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Can libertarianism tolerate the existence of a socialist community

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Cyril's picture

I still don't get this hunger for reasoning in the abstract

I still don't get this hunger for reasoning in the abstract (which is often fun, I do it often with science or technology) with human affairs after all the horrors that history has taught us.

Sure, my own family cell is "kind of" socialist, scope = spouse and kids, only, if you wish - the adults often share all or most of the value they bring in with everybody else - although they also have individual private property. (I dare anyone try approaching some of my wife's experimental tinkering stuff unarmed.)

Now, I kindly request all:

the day I have the "great idea" to try generalize that to my street, block, city, county, or country, using all encompassing force so that everybody abides to the same... please, someone, slap me in the face...


Or maybe it's a vocabulary issue. Socialism implies state. An almighty one.

We know how that ends.

Or... "Socialism" without state and only volunteers?

Another word (noun) is needed.

"Cyril" pronounced "see real". I code stuff.


"To study and not think is a waste. To think and not study is dangerous." -- Confucius

Democracy begets socialism.

if people can vcte thenselves what they want and need.... they will.
the Greeks leanrned this lomg ago, the Romans looked at it, they placed a few rules on the concept of Democracy and prospered.
did I miss something?

Cyril's picture

I don't know if you missed something, but I sure did

I don't know if you missed something, but I sure did: the original poster is asking if a libertarian society could tolerate socialism.

The hiccup I see, is - if we care about the meaning of words - that socialism, BY VERY DEFINITION, does not tolerate anything but itself, EVENTUALLY, at the scale of a country, people, nation.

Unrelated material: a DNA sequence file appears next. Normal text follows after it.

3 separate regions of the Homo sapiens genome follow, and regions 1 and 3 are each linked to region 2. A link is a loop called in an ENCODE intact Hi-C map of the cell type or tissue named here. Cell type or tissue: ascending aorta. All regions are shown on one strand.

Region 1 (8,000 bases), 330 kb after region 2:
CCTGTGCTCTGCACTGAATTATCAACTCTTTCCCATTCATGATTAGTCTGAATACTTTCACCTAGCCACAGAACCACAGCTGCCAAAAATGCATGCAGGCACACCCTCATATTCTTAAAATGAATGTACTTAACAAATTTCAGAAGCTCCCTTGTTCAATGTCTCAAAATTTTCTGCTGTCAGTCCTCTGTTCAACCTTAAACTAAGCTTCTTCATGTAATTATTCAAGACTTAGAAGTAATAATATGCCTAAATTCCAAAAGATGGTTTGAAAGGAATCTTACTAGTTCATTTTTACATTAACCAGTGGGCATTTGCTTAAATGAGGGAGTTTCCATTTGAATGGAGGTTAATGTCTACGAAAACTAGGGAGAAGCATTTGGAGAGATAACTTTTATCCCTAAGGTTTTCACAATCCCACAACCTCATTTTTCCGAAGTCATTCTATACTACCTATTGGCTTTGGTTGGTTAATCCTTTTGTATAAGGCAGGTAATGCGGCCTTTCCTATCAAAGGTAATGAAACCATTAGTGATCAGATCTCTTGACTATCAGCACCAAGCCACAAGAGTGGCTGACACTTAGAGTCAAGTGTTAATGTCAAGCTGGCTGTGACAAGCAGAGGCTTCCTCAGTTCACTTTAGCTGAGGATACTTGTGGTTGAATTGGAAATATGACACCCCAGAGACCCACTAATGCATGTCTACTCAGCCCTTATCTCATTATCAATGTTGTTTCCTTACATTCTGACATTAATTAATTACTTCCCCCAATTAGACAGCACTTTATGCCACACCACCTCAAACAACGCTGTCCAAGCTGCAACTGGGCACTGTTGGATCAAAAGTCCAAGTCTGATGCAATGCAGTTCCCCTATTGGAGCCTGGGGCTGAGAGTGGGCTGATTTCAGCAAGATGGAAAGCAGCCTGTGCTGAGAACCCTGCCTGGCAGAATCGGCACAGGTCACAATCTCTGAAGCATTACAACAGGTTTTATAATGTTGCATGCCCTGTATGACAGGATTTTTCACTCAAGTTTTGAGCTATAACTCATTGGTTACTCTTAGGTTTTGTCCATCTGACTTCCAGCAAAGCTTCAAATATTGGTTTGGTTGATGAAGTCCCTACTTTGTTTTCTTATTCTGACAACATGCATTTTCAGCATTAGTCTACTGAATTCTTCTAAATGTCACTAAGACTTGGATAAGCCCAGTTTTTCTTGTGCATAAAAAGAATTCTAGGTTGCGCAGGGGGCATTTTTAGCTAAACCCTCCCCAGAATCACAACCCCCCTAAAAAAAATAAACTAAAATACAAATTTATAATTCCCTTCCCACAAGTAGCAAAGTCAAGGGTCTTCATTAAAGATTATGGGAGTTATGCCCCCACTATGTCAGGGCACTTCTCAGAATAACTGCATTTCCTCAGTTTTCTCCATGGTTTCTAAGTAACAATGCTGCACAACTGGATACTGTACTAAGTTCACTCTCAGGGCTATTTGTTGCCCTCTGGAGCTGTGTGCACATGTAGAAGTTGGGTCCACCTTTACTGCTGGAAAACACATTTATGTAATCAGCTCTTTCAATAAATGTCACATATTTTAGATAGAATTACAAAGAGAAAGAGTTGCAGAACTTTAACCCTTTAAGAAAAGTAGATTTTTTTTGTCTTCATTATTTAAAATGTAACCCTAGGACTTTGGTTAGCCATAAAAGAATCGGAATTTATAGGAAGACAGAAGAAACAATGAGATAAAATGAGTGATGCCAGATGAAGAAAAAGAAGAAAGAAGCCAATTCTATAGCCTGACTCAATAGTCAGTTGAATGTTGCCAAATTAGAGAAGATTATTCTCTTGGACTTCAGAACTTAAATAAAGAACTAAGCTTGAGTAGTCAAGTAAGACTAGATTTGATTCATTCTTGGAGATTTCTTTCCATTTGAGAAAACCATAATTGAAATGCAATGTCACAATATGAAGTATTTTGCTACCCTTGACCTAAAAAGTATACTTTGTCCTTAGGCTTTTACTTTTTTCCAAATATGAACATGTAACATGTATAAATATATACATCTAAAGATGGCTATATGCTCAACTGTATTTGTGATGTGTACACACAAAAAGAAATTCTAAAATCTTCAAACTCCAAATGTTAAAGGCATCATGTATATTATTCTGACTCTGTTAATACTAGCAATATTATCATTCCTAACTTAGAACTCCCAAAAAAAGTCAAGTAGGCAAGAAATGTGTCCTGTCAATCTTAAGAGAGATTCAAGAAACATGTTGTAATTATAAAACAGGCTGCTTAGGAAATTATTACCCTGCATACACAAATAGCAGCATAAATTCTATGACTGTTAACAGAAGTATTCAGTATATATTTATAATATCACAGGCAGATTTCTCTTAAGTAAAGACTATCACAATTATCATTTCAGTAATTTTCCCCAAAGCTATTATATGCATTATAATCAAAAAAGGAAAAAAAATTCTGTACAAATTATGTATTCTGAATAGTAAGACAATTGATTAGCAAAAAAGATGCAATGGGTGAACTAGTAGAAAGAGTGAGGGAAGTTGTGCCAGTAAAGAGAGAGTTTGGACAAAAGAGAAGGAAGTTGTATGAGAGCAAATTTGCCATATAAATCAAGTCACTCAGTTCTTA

Its first building block is a state. Required to be almighty.

To me, it's like asking:

can a piece of dry wood tolerate fire? It sure can, up to a point. But, odds are, from the very beginning: it's way riskier for the wood than it is for the fire.

So, logically speaking, I am certainly the one who missed something. Like a single example of a country where socialism "worked" over several people's generations, for instance.

Links, anyone?

"Cyril" pronounced "see real". I code stuff.


"To study and not think is a waste. To think and not study is dangerous." -- Confucius

A better question is ...

... can a socialist community tolerate the existence of libertarianism?

i get it. makes perfect sense.

I've used this idea in some arguments before with some very confused people.

The problem is with socialism is that people who want socialism cannot differentiate the state/gov't from the community and most of the time it is pure laziness. Since they want someone else to do it for them. Instead of all of their community doing work and chipping in in their collective ways.

which is why we need more liberty in the state before we can fully have liberty as individuals. I bet that liberty minded people donate more to charity either through some form of work or money.

Homeland security statement: patriotism is now considered terrorism.